Recognizing the power of National Service, mayors across the nation will be coming together in these next couple weeks to celebrate the impact that National Service members are making in their communities.  Mayors will hold public events, issue proclamations, and share through different media sources their commitment to National Service.  Although the official day is April 9, 2013, Nevada started early in celebrating the instrumental National Service members in Fallon, Nevada today.

Retired Senior Volunteer Program (RSVP) members spent the morning hearing Mayor Tedford thank them for their service and commitment to the community of Fallon.  In 2012, RSVP members made a huge impact in the rural town.  They provided services that gifted Churchill County, $76,328 including:

  • 198 seniors received 136 hours of RSVP care law pro-bono legal assistance.
  • 294 hours of respite care services provided to 6 Fallon caregivers and family members.
  • 10 home bound seniors were provided 63 hours of companionship and supportive services in their homes.
  • 245 low-income seniors were assisted with RSVP services to help maintain them in their own homes by RSVP volunteers providing independent living services.
  • 34 senior volunteers gave 541 hours of their time in Churchill County to help others this year.
  • Approximately, 1,000 people were served 50,412 pounds of USDA Commodity Foods that were distributed by RSVP Volunteers.
  • 350 seniors received Farmer’s Market Coupons to redeem fresh fruits and vegetables.

Thank you to Mayor Ken Tedford for recognizing the amazing services National Service members provide to your city!  We are excited to share with you this next week how mayors throughout Nevada appreciate the role that National Service members have in their communities.

AmeriCorps Week 2013: The Start of Something Good!

March 18, 2013

After graduating from the University of Minnesota with a degree in Environmental Studies in the spring of 2010 and not wanting to just jump right into a career, Ben Nicklay looked for a way to gain experience in the field.  He searched through numerous AmeriCorps positions and found an opportunity to serve through the Great Basin Institute Nevada Conservation Corps that would allow him to travel and work in the unique outdoors of Nevada.

Ben became an AmeriCorps*State member with the Nevada Conservation Corps and was put on a crew of about ten others outside of the Las Vegas office.  His crew consisted of people who had never camped before, people who had majored in English in college, to those who had worked in other conservation corps. Despite all of their differences, they bonded fairly quickly.  While on the crew, Ben helped build and maintain trails in the Spring Mountains National Recreation Area.  It gave him pride in knowing that his hard work would last for years to come.  They worked on a variety of other projects around southern Nevada until spring including riparian restoration, habitat improvement, road decommissioning, and invasive species removal.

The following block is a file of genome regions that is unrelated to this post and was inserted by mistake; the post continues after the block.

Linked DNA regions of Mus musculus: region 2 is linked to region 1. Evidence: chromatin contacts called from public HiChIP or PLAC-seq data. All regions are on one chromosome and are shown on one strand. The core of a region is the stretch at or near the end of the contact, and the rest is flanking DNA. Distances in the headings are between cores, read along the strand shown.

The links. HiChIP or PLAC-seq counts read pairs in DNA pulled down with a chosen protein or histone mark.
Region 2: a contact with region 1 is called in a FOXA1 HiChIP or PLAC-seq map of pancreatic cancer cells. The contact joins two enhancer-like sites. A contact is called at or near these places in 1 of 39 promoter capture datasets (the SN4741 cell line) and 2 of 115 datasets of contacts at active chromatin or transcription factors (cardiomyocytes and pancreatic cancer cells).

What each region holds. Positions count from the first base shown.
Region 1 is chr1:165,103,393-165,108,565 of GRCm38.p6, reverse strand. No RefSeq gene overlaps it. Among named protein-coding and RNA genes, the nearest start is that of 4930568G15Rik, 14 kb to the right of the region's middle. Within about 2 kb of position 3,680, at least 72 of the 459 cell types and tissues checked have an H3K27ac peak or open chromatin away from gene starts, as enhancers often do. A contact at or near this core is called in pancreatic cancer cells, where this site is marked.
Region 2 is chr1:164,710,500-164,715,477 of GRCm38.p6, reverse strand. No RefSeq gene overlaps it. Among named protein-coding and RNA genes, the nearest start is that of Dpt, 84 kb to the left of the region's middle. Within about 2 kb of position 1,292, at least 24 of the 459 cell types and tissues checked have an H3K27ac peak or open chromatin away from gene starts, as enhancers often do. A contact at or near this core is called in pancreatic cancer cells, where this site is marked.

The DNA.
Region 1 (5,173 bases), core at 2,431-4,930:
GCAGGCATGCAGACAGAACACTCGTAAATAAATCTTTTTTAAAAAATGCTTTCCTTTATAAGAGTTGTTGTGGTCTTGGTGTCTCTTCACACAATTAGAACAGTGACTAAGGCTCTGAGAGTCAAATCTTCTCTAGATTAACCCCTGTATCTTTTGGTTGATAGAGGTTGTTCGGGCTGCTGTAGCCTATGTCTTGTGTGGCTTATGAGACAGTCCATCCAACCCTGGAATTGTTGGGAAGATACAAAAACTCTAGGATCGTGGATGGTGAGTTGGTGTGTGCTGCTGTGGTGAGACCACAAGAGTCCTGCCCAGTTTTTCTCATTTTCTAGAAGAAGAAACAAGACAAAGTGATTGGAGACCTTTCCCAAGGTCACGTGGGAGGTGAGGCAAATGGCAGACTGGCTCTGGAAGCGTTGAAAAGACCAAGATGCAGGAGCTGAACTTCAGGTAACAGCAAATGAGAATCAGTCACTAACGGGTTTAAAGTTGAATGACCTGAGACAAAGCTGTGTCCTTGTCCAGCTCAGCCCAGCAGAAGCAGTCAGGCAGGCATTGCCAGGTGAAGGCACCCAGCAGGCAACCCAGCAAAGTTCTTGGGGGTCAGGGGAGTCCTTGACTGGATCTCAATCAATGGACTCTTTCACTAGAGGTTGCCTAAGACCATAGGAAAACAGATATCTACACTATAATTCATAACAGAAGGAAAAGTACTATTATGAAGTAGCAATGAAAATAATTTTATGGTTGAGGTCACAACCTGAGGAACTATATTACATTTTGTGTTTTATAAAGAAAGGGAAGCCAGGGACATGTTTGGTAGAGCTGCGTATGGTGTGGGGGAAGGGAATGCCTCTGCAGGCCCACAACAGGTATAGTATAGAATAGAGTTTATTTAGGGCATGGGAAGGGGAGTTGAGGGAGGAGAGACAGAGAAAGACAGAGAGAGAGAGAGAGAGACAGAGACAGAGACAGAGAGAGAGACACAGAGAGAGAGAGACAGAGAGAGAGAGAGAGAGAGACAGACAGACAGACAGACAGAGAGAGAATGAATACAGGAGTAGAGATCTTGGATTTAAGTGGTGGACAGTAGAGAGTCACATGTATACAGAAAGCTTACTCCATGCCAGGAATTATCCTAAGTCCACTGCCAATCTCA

Ben_Nicklay

Ben’s favorite part of his service were the friendships that were formed and the personal growth that followed. It was a unique experience having to camp in the field while working and living with the same people four days at a time.

Ben learned the importance of working hard and creating quality work. It was his year in the AmeriCorps program that made these principles to live by.  He was part of creating a legacy that would last for years.

After his year of service, Ben stayed on with the Nevada Conservation Corps as a supervisor of a crew.  His experience was rewarded by enhancing the experience of a new group of volunteers by sharing my knowledge, skills, and passion with them.

In the fall, he decided to try a different side of conservation work and took a Great Basin Institute Research Associate position as a Restoration Specialist contracted to the Bureau of Land Management (BLM).  He was able to take the knowledge and skills he learned from my experiences in the Nevada Conservation Corps to use supervising the restoration work for all of Clark County, Nevada.  He  monitors old restoration sites and implements new projects in disturbed or destroyed habitats. He still gets to connect and share experiences with the Nevada Conservation Corps crews because they do the initial group work.

Ben is not quite sure he found his career, but he knows for sure that he has found his passion.  Doing conservation work and sharing his enthusiasm for it with others is very rewarding and he plans on staying in this line of work. Down the road he sees himself  focusing more on the larger picture and studying sustainability, water, food, and energy issues.

Through his year in AmeriCorps, he learned more about himself and gained so many new and relevant skills.  Some of the important things he learned the meaning of a great and inspiring leader, the value of physical labor, the importance of quality work, and the worth of good friends. The people he met and friendships he made will also continue to be great resources long into the future.

Ben’s advise if you were looking at joining National Service would be to allow yourself to grow and develop a deeper sense of self. Not only does joining National Service provide a great service to the people of this country, but it will most likely be one of the most rewarding things you will ever undertake in this life.

To find out for about AmeriCorps in Nevada, visit www.nevadavolunteers.org.